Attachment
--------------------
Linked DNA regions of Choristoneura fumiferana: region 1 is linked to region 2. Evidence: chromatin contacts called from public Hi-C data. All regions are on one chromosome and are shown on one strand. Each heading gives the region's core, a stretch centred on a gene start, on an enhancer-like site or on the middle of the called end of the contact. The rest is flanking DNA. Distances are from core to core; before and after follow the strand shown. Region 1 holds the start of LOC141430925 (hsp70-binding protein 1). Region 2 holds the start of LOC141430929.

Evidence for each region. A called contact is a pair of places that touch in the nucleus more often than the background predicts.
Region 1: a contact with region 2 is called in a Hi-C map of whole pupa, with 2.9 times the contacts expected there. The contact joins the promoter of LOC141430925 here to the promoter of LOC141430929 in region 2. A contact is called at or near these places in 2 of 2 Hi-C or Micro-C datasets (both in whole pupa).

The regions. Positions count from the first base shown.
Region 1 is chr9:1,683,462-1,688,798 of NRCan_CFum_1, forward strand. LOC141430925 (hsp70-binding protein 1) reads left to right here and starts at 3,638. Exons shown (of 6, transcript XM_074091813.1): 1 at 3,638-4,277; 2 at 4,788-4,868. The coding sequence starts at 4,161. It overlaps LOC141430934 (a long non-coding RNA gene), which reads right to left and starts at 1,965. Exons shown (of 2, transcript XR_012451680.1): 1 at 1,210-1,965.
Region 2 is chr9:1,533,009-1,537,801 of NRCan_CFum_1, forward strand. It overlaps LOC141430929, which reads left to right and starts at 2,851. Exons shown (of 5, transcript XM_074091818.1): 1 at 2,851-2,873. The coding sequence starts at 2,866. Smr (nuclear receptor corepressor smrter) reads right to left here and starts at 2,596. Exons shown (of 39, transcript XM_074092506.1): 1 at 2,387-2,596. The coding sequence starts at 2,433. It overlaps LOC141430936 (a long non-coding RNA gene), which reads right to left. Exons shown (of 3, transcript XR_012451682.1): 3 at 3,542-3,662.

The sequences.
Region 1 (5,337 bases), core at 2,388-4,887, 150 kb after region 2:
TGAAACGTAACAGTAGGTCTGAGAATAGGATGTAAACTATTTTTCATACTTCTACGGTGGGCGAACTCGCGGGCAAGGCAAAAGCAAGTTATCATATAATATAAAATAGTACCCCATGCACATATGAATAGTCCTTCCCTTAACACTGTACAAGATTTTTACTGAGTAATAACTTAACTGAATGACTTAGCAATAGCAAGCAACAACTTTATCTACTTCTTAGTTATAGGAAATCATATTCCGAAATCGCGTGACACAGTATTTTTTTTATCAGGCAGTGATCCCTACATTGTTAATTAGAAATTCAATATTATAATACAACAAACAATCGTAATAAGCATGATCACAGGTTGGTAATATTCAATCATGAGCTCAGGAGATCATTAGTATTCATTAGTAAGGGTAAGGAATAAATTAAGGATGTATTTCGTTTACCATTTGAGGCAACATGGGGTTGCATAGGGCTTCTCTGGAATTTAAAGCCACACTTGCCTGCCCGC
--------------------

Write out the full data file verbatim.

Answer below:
Linked DNA regions of Choristoneura fumiferana: region 1 is linked to region 2. Evidence: chromatin contacts called from public Hi-C data. All regions are on one chromosome and are shown on one strand. Each heading gives the region's core, a stretch centred on a gene start, on an enhancer-like site or on the middle of the called end of the contact. The rest is flanking DNA. Distances are from core to core; before and after follow the strand shown. Region 1 holds the start of LOC141430925 (hsp70-binding protein 1). Region 2 holds the start of LOC141430929.

Evidence for each region. A called contact is a pair of places that touch in the nucleus more often than the background predicts.
Region 1: a contact with region 2 is called in a Hi-C map of whole pupa, with 2.9 times the contacts expected there. The contact joins the promoter of LOC141430925 here to the promoter of LOC141430929 in region 2. A contact is called at or near these places in 2 of 2 Hi-C or Micro-C datasets (both in whole pupa).

The regions. Positions count from the first base shown.
Region 1 is chr9:1,683,462-1,688,798 of NRCan_CFum_1, forward strand. LOC141430925 (hsp70-binding protein 1) reads left to right here and starts at 3,638. Exons shown (of 6, transcript XM_074091813.1): 1 at 3,638-4,277; 2 at 4,788-4,868. The coding sequence starts at 4,161. It overlaps LOC141430934 (a long non-coding RNA gene), which reads right to left and starts at 1,965. Exons shown (of 2, transcript XR_012451680.1): 1 at 1,210-1,965.
Region 2 is chr9:1,533,009-1,537,801 of NRCan_CFum_1, forward strand. It overlaps LOC141430929, which reads left to right and starts at 2,851. Exons shown (of 5, transcript XM_074091818.1): 1 at 2,851-2,873. The coding sequence starts at 2,866. Smr (nuclear receptor corepressor smrter) reads right to left here and starts at 2,596. Exons shown (of 39, transcript XM_074092506.1): 1 at 2,387-2,596. The coding sequence starts at 2,433. It overlaps LOC141430936 (a long non-coding RNA gene), which reads right to left. Exons shown (of 3, transcript XR_012451682.1): 3 at 3,542-3,662.

The sequences.
Region 1 (5,337 bases), core at 2,388-4,887, 150 kb after region 2:
TGAAACGTAACAGTAGGTCTGAGAATAGGATGTAAACTATTTTTCATACTTCTACGGTGGGCGAACTCGCGGGCAAGGCAAAAGCAAGTTATCATATAATATAAAATAGTACCCCATGCACATATGAATAGTCCTTCCCTTAACACTGTACAAGATTTTTACTGAGTAATAACTTAACTGAATGACTTAGCAATAGCAAGCAACAACTTTATCTACTTCTTAGTTATAGGAAATCATATTCCGAAATCGCGTGACACAGTATTTTTTTTATCAGGCAGTGATCCCTACATTGTTAATTAGAAATTCAATATTATAATACAACAAACAATCGTAATAAGCATGATCACAGGTTGGTAATATTCAATCATGAGCTCAGGAGATCATTAGTATTCATTAGTAAGGGTAAGGAATAAATTAAGGATGTATTTCGTTTACCATTTGAGGCAACATGGGGTTGCATAGGGCTTCTCTGGAATTTAAAGCCACACTTGCCTGCCCGC